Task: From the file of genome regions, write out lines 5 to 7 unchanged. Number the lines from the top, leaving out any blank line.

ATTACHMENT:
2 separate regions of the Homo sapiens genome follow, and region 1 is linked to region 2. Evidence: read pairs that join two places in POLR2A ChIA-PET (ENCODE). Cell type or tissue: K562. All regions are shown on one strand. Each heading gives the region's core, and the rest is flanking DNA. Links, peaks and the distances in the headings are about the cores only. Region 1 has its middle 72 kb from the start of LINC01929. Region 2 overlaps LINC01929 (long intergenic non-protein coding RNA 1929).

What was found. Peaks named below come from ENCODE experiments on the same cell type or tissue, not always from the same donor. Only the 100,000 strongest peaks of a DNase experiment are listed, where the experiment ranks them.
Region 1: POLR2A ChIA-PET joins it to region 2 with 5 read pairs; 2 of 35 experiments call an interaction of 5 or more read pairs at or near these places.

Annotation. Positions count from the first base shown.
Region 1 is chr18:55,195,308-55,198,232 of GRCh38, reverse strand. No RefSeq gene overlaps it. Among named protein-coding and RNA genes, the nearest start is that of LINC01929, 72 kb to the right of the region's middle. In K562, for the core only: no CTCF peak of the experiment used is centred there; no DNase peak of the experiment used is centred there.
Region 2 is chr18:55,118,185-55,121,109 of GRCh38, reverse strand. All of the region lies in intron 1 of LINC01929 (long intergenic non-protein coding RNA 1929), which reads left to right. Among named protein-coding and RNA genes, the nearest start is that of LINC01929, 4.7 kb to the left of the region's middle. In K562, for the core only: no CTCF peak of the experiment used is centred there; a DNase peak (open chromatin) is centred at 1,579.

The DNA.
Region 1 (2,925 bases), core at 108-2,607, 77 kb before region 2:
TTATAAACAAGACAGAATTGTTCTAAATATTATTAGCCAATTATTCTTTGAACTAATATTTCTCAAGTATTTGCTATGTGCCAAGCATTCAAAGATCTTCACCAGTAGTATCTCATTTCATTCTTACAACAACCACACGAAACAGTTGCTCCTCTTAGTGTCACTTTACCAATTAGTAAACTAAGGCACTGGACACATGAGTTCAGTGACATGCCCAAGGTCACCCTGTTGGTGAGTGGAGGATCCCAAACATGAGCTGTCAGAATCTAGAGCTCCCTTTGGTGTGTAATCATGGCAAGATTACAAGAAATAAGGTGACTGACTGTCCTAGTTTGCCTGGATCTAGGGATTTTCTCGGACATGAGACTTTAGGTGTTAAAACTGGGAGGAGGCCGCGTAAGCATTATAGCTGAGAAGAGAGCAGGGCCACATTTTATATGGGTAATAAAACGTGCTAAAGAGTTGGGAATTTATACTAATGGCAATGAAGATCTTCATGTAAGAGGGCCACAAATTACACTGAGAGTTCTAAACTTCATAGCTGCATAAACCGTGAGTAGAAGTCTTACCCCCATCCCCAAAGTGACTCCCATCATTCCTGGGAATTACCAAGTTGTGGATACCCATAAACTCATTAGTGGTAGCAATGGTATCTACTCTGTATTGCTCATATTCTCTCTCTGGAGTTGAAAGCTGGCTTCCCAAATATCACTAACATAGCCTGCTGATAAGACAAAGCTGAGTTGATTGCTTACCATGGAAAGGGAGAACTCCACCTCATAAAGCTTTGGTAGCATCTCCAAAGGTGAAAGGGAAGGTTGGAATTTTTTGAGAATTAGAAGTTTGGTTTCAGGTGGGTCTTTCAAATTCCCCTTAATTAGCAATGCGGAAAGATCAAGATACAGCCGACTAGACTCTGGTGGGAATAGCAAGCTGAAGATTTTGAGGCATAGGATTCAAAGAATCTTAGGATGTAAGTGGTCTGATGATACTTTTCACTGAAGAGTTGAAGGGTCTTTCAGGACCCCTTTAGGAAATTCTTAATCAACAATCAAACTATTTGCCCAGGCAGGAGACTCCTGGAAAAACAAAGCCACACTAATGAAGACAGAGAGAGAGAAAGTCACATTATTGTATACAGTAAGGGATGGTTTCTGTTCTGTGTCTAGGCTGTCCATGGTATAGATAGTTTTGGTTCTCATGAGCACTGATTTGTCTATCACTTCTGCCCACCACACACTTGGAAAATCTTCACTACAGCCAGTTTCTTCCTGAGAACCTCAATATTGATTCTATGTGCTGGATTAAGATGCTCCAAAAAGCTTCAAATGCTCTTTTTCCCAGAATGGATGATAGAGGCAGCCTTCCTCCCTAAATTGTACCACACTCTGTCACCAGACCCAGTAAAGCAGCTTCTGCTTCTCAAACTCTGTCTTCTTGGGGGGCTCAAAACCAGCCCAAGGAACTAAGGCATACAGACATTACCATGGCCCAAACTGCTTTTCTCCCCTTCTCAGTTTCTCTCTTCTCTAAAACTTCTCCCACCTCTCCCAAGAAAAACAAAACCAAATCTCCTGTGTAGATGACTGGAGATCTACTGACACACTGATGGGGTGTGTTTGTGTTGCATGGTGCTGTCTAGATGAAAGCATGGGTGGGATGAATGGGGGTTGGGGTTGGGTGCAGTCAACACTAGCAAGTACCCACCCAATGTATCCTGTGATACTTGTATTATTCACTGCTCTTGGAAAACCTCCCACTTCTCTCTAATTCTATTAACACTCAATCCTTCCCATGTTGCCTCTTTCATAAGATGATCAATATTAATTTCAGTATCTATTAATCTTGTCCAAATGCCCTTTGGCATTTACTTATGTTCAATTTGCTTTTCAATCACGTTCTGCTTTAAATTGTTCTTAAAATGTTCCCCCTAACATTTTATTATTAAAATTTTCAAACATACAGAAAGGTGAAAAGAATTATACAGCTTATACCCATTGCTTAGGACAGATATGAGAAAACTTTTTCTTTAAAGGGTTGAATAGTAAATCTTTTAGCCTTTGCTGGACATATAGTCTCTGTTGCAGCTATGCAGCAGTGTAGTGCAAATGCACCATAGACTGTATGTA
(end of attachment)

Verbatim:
Region 1 is chr18:55,195,308-55,198,232 of GRCh38, reverse strand. No RefSeq gene overlaps it. Among named protein-coding and RNA genes, the nearest start is that of LINC01929, 72 kb to the right of the region's middle. In K562, for the core only: no CTCF peak of the experiment used is centred there; no DNase peak of the experiment used is centred there.
Region 2 is chr18:55,118,185-55,121,109 of GRCh38, reverse strand. All of the region lies in intron 1 of LINC01929 (long intergenic non-protein coding RNA 1929), which reads left to right. Among named protein-coding and RNA genes, the nearest start is that of LINC01929, 4.7 kb to the left of the region's middle. In K562, for the core only: no CTCF peak of the experiment used is centred there; a DNase peak (open chromatin) is centred at 1,579.

The DNA.